Despite these losses, this strategy gave rise to the Lovemarks philosophy — a theory espoused in a book by the same name released by Roberts. While this met with scepticism in the advertising world, Roberts was vindicated in 2006 when he secured nearly $US700m worth of billings from two clients, Wendy’s and department store JC Penney. Subsequent additions to the New York office, such as the New York Tourism Board and Cold Stone Creamery have been described by both client and agency as ‘being due to a strong belief in the Lovemarks’ philosophy. Despite this, after only a year with the agency, Wendy’s decided to pull the majority of its business into another roster agency, Kirshenbaum Bond & Partners, after complaints from Wendy Thomas (the namesake of the restaurant) who did not take kindly to her likeness being used in the advertising.
In 2005, critics complained that in creating a £20 million campaign for a new Brazilian spirit the agency spray-painted graffiti images on walls and buildings in the East End of London.
Dr Martens CEO David Suddens decided to fire Saatchi and Saatchi as their advertiser on 24 May 2007. This was because of a one-time advertisement that used a picture of 1990’s music icon Kurt Cobain without the permission of Courtney Love, Cobain’s widow. In its defense, Saatchi released a statement indicating their regret of Dr Marten’s decision to terminate their services with them but emphasizing that they believed that the advertisement was deliberately edgy but not offensive.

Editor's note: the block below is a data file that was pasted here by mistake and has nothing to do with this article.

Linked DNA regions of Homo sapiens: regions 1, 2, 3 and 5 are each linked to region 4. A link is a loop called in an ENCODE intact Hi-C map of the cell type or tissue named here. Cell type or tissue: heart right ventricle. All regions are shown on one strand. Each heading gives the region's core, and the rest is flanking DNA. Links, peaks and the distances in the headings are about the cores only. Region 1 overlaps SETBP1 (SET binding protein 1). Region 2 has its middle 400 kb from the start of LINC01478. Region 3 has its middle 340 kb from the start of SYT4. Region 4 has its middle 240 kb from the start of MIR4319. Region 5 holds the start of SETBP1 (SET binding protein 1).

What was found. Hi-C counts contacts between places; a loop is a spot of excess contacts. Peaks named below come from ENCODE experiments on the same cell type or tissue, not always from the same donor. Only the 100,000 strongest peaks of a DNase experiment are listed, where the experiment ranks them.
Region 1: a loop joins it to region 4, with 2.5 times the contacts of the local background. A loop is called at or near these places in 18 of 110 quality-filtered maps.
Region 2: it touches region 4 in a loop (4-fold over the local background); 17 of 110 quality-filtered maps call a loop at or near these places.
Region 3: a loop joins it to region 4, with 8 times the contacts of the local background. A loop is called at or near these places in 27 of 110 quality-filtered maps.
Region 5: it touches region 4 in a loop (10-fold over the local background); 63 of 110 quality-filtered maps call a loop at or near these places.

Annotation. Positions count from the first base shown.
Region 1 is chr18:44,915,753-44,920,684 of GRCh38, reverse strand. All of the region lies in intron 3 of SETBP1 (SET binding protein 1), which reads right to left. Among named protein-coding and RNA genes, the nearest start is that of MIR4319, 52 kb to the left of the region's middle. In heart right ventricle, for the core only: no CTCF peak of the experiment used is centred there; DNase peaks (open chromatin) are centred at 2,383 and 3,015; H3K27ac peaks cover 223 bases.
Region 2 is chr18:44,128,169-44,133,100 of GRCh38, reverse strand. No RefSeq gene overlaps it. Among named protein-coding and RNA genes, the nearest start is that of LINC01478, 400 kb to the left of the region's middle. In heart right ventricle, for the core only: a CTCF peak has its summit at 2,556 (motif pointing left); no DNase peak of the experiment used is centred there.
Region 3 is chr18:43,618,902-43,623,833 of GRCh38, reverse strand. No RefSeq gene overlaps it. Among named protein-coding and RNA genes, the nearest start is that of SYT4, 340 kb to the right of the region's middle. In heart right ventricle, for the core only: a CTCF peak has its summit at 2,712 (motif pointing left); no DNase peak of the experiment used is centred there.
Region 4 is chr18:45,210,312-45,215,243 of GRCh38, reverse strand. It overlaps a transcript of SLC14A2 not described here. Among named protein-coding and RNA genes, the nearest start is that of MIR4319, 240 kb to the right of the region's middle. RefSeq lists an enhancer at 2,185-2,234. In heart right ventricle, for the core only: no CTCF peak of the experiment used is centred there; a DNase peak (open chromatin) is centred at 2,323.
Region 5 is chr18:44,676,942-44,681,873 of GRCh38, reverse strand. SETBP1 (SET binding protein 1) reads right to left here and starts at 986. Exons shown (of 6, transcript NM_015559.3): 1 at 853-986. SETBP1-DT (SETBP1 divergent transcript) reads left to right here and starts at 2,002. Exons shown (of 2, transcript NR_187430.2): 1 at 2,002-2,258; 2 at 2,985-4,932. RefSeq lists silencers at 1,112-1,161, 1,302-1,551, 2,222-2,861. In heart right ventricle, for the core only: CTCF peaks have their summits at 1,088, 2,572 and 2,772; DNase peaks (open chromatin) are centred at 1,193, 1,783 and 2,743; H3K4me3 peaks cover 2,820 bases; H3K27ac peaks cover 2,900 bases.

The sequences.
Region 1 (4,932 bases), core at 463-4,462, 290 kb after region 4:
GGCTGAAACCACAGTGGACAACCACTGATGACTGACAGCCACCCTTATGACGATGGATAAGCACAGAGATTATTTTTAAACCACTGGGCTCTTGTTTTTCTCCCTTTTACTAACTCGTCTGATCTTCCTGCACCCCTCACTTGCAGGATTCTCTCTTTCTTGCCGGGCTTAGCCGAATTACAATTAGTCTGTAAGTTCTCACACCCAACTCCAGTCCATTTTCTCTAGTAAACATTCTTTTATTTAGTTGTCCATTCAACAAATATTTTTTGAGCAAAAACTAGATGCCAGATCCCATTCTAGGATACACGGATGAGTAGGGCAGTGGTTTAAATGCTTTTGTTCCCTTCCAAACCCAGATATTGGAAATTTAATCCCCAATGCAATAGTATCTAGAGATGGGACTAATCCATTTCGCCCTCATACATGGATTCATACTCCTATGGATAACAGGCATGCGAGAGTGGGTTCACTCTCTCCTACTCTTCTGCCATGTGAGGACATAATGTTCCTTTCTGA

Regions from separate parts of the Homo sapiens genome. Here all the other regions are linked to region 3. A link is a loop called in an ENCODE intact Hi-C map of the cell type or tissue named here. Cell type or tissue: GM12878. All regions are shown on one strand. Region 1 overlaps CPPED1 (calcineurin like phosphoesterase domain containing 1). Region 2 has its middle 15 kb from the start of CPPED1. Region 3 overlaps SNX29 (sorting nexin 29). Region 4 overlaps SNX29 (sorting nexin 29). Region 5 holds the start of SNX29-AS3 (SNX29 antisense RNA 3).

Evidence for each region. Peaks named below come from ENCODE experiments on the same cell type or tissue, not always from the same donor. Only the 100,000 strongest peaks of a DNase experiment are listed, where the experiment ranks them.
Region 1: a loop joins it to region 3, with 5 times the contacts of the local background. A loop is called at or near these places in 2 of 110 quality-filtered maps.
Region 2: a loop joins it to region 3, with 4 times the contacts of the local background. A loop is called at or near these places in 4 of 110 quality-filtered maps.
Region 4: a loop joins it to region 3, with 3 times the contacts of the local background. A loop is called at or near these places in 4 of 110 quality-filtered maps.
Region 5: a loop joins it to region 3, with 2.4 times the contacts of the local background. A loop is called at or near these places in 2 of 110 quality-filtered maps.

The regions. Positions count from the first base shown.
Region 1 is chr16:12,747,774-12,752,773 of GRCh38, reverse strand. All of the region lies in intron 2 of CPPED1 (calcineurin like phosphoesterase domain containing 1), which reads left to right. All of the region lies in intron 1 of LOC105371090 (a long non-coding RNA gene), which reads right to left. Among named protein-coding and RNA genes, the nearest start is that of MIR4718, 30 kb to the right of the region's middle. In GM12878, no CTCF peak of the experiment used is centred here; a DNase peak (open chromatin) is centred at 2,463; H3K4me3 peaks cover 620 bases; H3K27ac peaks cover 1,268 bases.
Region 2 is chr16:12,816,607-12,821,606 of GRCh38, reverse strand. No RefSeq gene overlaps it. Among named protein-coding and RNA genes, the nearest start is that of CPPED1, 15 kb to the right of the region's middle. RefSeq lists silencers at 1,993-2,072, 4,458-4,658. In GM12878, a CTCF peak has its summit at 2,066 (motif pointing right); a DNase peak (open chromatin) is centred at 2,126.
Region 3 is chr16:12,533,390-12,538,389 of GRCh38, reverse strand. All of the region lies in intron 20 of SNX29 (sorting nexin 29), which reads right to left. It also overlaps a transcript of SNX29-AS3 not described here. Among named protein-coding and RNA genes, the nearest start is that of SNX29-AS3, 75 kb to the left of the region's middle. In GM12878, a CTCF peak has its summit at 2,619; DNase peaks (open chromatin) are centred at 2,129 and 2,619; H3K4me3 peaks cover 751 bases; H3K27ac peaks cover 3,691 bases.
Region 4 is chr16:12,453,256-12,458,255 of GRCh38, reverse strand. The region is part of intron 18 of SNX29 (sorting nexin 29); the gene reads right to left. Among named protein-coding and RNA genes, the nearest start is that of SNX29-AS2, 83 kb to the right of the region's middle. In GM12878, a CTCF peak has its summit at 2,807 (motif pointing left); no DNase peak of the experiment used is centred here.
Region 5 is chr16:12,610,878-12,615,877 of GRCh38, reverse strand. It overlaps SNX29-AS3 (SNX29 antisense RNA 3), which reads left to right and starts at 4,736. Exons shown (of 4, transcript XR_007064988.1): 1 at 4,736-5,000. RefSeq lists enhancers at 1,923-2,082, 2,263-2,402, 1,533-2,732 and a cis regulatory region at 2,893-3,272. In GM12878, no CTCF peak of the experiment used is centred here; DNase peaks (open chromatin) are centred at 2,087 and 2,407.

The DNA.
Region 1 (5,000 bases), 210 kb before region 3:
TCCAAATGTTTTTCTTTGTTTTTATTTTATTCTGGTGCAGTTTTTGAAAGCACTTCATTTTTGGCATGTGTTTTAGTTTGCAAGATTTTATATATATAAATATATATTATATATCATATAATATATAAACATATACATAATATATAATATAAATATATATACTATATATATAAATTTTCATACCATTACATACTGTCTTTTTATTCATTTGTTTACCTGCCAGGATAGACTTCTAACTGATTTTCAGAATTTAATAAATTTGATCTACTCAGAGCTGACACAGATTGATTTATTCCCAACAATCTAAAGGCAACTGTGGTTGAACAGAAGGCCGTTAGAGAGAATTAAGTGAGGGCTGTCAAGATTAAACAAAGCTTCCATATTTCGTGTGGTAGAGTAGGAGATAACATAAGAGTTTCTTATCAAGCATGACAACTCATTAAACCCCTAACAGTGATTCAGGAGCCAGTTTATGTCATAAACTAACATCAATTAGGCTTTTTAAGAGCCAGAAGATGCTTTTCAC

It was reported in late 2006 that Saatchi and Saatchi were working with the Israeli government free of charge to improve the image of Israel.
Although the agency had gained early fame for its “Labour isn’t working” advertising for the Conservative Party in 1979, in 2007 it was appointed the advertising agency for the Labour Party.
While the addition of Wendy’s and JC Penney to the American client roster reaffirmed Roberts’ belief in the ‘ideas agency’ model, the London office continued its slide as it plummeted out of the UK Top 10 list of agencies (a list, compiled by industry magazine Campaign UK, based on reported client billings). In early 2007, the London office saw the bulk of its work for Toyota UK and Europe leave to upstart agency CHI & Partners, just months after it had lost the entire Lexus business to the same agency. Late 2006 saw the return of some Toyota business, including the £60m pan-European launch of the Auris, Toyota’s Corolla successor.
In July 2007, it was announced by Publicis chief Maurice Levy that Saatchi & Saatchi would form a new business alliance with sister agency Fallon. Fallon, part-owned by Publicis, has enjoyed similar mixed success with its network of offices. While its London office, with a client list that includes Sony, Orange and Asda, has been consistently lauded for its new business and creative success, its Minneapolis headquarters, where namesake founder Pat Fallon remains a presence, has been tarnished by a number of client losses, including Citigroup, BMW, Sony, Dyson and Starbucks.